The easiest part of the process was the management by ACCENT in particular finding me ‘the right fit’ occupational therapy employment role.
The most challenging part of the process were the bits ACCENT could not oversee, re- registering, organizing visa and quarantine.
My first impressions of NZ were a progressive country that has value-centered country. First day out of quarantine I felt emotional experience because I was struck by how friendly everyone is and that reminded me of how things used to be in Ireland growing up in the 1990s before the rise of excessive materialistic culture post Celtic Tiger.
The best parts of NZ I think the emotional intelligence of people. In simple words people are so helpful whenever you need to access services of any kind.
New Zealand reminds me of bygone days growing up in Ireland before people became overly obsessed by materialistic values. New Zealanders are not overly obsessed by appearances and are easy going particularly when challenges arise. I find the NZ workplace setting is values centred where styles of leadership emphasise getting the best out of the team. I look forward to going to work everyday as result.
My advice if you are planning to come to NZ is don’t dilly dally just do it, get over here if you can. As New Zealanders might say life’s too short about thinking what if. Take the plunge and ‘get yourself over here, eh!’
The values centred paradigm that is New Zealand’s bicultural approach makes it amenable for an occupational therapist to apply the principles of the profession. The culture here is about supporting people to develop, and sustain sense of purpose. It is easy working as an occupational therapist where the culture supports your role to improve people’s abilities to have purposeful life.
I think New Zealand retains the best of the liberal tradition from its mother country Great Britain. In this context New Zealand culture is able to be reflexive look at what it has done in the past and see how it can improve. As a consequence New Zealand is blazing a trail for the rest of the world where New Zealand is ditching it’s old colonial mask and replacing it with a bicultural revision where Maori culture alongside Pakeha is being valued more and more. This is in contrast to the United Kingdom which is at present is struggling to look at itself coherently. For example, a government- commissioned review into racism has concluded the United Kingdom is not an institutionally racist country, prompting a backlash from critics within United Kingdom.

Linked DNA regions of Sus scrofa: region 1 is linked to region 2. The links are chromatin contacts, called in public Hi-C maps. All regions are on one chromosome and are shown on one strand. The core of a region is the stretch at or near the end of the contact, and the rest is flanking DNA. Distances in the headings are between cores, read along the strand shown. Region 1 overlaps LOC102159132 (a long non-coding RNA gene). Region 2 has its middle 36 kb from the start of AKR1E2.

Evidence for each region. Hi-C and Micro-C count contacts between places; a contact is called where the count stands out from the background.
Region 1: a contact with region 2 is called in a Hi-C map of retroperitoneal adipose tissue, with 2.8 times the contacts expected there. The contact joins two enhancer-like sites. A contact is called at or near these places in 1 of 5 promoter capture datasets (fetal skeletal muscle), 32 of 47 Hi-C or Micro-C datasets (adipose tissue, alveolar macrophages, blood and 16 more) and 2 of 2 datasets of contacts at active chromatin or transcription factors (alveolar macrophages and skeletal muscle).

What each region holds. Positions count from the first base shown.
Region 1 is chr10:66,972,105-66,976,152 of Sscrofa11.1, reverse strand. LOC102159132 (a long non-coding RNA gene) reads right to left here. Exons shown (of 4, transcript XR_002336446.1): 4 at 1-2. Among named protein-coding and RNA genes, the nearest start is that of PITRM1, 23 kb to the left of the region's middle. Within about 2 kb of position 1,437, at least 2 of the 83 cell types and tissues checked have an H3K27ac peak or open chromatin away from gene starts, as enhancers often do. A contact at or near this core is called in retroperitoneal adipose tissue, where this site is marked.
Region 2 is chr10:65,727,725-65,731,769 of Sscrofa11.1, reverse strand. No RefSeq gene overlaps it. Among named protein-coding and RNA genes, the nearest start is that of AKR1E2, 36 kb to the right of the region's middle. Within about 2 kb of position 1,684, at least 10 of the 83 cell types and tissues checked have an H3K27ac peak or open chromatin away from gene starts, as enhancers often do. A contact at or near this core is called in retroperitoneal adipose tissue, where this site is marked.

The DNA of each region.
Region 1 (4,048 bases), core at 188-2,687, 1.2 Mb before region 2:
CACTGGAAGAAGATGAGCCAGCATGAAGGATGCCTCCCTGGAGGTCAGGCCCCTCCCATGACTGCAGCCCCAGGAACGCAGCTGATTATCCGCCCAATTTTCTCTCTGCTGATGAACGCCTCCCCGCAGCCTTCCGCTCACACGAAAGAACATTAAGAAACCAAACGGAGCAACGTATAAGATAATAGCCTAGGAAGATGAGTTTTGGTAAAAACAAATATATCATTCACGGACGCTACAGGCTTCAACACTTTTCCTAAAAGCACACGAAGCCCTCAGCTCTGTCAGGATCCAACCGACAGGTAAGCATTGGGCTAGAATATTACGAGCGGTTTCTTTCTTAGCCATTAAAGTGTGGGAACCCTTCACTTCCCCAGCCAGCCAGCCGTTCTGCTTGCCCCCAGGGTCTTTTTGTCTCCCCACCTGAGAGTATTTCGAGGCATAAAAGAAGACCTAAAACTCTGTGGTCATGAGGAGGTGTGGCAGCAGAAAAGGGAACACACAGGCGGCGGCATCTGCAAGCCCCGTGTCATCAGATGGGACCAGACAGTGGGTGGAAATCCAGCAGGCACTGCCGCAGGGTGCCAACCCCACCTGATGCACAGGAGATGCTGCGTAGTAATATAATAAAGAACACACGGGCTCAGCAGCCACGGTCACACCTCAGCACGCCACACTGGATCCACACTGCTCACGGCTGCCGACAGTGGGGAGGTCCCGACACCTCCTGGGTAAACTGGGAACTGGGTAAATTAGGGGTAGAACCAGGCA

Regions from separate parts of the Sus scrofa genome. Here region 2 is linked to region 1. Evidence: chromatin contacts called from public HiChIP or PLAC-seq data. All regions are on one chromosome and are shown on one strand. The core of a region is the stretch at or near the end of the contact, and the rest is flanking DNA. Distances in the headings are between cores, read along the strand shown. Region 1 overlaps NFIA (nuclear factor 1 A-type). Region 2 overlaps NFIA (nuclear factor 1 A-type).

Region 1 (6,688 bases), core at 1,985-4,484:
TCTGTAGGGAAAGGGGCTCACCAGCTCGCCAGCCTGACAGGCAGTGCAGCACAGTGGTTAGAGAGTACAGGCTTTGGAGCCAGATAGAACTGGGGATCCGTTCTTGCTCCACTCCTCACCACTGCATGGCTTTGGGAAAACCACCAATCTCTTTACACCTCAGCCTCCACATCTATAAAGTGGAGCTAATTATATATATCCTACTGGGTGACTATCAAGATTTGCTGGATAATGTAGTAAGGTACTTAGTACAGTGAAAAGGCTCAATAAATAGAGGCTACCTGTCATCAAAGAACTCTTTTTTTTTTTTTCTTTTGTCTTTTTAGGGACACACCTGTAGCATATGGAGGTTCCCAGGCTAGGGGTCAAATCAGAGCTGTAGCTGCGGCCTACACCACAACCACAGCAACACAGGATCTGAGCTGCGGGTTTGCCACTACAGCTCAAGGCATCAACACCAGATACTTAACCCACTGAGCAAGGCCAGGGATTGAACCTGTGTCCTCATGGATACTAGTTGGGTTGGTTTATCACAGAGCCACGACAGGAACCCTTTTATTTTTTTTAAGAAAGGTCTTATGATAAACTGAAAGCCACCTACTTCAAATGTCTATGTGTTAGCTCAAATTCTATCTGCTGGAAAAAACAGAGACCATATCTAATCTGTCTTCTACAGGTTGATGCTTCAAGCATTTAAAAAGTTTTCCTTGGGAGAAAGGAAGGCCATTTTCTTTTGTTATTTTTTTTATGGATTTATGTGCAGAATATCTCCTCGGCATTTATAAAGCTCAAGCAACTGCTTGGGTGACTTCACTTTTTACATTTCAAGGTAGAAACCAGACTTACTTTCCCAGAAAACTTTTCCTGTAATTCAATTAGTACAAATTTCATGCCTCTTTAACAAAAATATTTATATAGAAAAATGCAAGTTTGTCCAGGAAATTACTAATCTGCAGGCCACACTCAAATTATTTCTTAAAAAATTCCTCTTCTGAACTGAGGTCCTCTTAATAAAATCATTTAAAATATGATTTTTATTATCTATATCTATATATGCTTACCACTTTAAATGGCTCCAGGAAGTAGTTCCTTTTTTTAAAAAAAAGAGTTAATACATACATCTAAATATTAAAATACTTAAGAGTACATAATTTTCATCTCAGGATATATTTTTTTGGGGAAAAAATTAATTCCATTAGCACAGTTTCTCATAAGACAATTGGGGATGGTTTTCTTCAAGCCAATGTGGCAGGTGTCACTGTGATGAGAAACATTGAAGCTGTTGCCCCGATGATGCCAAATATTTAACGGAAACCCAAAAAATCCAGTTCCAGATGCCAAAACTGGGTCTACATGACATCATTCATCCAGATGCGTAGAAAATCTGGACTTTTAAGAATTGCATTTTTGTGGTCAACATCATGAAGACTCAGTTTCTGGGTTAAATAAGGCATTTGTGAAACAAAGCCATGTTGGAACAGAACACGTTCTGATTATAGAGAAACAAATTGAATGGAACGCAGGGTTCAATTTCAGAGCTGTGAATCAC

It helps to speak English fluently. However, I realise if I am to really develop a coherent understanding of bicultural Aotearoa I must learn Maori culture too. I plan to learn Te Reo meantime.
Is there anything specifically done differently in NZ that has interested you and the way you practice your profession? I think bicultural Aotearoa society has a profound impact on occupational therapy practice where Maori culture in particular places equal emphasis on the taha wairua (spiritual), taha whanau ( family), taha hinengaro (mental), and taha tinana (physical) dimensions. Consequently this allows for far greater opportunities to practice holistically as an occupational therapist than in western culture which are materialistic to a fault.